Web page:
Philadelphia Phillies: We aren’t dead yet
- Updated: April 26, 2012
They’re old. They’re broken down. They’re done.
The Philadelphia Phillies listened to the ridicule all month, as if their AARP cards are waiting in their mailbox, with retirement papers on the way.
“People keep talking about how old we are (30.8 average, second oldest in the major leagues) and how our window is about to close,” general manager Ruben Amaro says. “Maybe I’m delusional, but I really don’t think we’re old. We’re certainly not as old as other people think.
“I don’t believe our careers are over by any means.”
The Phillies might not be the same superpower that won five consecutive National League East titles, but after their 7-2 victory Wednesday against the Arizona Diamondbacks, they’re proving they’re not ready to surrender the throne.
The Phillies scored 20 runs in their last 19 innings against the Diamondbacks, and instead of answering questions about whether the end is near, they left town talking as if they’ve finally found themselves.
“The window closes every year, doesn’t it?” says Phillies shortstop Jimmy Rollins, 33. “We’ve had a long window, not as long as the (New York) Yankees or (Atlanta) Braves in their day, but the window closes every year because you have new personnel.
“It’s different because of our personnel and the injuries we’ve had, but what makes it a lot different is that the reality is different than the perception. We may have to do things differently now, but we’re going to show the outside world that we still have plenty left in the tank.”
The Phillies, for years the Broad Street Bullies of the NL, suddenly look emaciated next to their former selves. They entered Wednesday having scored the third-fewest runs in baseball, and their 12 homers were three more than Los Angeles Dodgers center fielder Matt Kemp. They also had drawn the second-fewest walks, with two NL teams grounding into more double plays.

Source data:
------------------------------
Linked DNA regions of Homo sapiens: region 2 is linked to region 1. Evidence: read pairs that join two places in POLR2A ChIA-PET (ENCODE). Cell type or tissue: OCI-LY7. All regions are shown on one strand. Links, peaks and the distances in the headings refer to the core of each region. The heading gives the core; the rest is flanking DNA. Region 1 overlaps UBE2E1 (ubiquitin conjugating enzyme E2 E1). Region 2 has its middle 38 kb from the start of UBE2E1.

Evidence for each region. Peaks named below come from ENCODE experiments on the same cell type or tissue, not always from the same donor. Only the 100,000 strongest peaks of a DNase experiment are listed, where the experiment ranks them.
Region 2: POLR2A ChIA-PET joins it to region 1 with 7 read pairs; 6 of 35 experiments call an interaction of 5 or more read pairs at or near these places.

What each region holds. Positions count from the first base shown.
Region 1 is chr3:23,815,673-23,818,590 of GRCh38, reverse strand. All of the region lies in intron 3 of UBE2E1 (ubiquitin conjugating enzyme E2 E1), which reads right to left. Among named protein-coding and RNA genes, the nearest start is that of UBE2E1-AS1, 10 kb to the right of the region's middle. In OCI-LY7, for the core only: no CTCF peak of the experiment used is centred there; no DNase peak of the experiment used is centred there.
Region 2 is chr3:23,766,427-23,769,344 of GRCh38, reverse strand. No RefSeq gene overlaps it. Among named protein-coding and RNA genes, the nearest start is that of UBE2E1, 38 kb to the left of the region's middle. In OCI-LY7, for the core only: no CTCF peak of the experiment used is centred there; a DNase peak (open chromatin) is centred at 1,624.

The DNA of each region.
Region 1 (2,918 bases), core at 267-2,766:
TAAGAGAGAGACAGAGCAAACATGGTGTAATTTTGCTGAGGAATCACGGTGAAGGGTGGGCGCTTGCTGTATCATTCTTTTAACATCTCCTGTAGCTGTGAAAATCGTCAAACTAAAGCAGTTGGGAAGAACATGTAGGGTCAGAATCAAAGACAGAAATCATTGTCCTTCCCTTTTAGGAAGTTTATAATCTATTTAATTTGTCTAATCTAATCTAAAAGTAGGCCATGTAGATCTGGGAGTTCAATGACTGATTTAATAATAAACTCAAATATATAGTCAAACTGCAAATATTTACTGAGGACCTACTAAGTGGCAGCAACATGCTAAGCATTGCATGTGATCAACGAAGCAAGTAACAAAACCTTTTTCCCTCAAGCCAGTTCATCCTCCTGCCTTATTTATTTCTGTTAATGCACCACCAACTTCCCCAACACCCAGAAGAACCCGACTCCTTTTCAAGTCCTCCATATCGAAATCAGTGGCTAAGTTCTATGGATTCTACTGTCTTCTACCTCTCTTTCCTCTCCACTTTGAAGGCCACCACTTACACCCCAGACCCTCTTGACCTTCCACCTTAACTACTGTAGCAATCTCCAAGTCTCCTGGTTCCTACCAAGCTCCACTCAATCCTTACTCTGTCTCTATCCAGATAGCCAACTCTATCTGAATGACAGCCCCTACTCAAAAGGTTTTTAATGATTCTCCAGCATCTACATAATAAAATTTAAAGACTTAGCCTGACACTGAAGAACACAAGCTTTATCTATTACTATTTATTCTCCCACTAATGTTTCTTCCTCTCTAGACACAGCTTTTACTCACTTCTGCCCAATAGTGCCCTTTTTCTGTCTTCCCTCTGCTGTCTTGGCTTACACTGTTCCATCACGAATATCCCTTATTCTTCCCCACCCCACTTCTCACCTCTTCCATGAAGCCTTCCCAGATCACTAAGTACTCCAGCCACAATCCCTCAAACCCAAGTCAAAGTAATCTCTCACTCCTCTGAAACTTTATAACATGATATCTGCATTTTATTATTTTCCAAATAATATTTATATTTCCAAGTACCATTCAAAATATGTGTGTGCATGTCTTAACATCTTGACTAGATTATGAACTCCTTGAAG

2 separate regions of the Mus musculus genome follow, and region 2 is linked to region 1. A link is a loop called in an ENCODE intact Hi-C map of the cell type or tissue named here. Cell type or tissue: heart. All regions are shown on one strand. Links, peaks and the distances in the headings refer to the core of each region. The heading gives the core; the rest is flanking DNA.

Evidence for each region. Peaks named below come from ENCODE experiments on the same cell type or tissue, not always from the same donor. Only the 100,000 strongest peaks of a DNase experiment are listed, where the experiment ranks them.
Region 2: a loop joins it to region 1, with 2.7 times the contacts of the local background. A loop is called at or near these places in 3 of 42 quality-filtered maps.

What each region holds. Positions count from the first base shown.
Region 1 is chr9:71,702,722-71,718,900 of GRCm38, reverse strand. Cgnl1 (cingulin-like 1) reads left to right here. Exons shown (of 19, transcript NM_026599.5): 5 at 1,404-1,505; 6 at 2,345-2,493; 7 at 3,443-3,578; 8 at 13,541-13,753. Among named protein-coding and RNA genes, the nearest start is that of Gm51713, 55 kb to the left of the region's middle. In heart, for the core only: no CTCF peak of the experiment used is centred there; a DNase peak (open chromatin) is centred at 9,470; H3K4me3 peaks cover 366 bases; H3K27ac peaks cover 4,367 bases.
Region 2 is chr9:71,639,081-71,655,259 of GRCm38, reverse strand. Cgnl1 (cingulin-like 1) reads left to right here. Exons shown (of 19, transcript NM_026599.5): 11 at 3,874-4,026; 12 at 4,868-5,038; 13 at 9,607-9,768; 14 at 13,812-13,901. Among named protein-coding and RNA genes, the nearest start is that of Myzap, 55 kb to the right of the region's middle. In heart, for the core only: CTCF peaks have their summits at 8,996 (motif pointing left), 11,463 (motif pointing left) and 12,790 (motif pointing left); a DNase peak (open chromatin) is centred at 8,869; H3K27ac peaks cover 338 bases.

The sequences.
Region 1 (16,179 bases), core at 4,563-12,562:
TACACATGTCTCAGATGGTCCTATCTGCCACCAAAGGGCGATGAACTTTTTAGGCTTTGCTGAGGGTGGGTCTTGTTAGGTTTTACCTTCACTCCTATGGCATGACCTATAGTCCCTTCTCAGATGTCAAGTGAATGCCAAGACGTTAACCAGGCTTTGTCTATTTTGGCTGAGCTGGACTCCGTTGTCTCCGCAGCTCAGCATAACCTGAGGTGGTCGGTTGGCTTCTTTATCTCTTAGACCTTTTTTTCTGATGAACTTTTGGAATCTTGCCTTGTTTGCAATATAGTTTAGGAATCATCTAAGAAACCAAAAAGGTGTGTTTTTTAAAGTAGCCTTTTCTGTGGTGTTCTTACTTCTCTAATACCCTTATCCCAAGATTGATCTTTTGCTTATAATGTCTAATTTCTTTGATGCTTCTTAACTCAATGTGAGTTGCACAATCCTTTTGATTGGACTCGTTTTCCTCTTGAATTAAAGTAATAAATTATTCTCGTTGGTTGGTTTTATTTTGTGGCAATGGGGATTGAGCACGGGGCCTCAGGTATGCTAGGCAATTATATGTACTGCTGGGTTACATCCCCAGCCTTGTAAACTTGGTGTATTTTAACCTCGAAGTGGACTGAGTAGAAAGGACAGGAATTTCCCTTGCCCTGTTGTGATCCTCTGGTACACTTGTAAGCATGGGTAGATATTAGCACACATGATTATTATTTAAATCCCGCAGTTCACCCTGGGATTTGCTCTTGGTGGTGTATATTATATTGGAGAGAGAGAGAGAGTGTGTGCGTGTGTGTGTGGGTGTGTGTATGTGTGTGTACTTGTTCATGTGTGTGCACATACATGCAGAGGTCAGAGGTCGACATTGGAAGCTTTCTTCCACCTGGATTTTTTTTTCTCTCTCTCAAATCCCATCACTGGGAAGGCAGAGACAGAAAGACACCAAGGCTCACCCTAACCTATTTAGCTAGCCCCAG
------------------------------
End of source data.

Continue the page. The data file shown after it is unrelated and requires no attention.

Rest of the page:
“We’re going to hear about our offense all year, but it’s going to be a different kind of offense that people are used to seeing,” leadoff hitter Juan Pierre said. “We’re not going to be sitting back hitting home runs. We’re going to scrape and scrap.”
They exemplified their sleeker selves Wednesday by amassing 13 hits (11 singles and two doubles).
The Phillies simply have no choice. They are without two-time home-run champ Ryan Howard (torn Achilles) for likely another month. All-Star second baseman Chase Utley (knee) still has no timetable for his return. They’re without 2008 Cy Young Award winner Cliff Lee, too.
“Every team has issues,” Amaro says. “Guys have to adjust.”
Rollins, normally the leadoff hitter, has two extra-base hits and three RBI as the No. 3 hitter. Right fielder Hunter Pence, normally the fifth-place hitter, has three hits in his last 24 at-bats as the cleanup hitter. And the Phillies are waiting for outfielder-first baseman John Mayberry Jr. (.200, two RBI) to simply hit.
“We have to keep plugging away and not get frustrated,” says starter Cole Hamels (3-1), who gave up four hits and two runs in eight innings and drove in two runs Wednesday. “We’re trying to play a different game now. Really, I think it’s just a matter of time.”
And when that time comes, the Phillies defiantly say, look out.
“We got knocked down,” Pence says. “We’ve got to keep getting back. And hopefully we get on a roll and start knocking other people down.”
– Copyright 2012 USA TODAY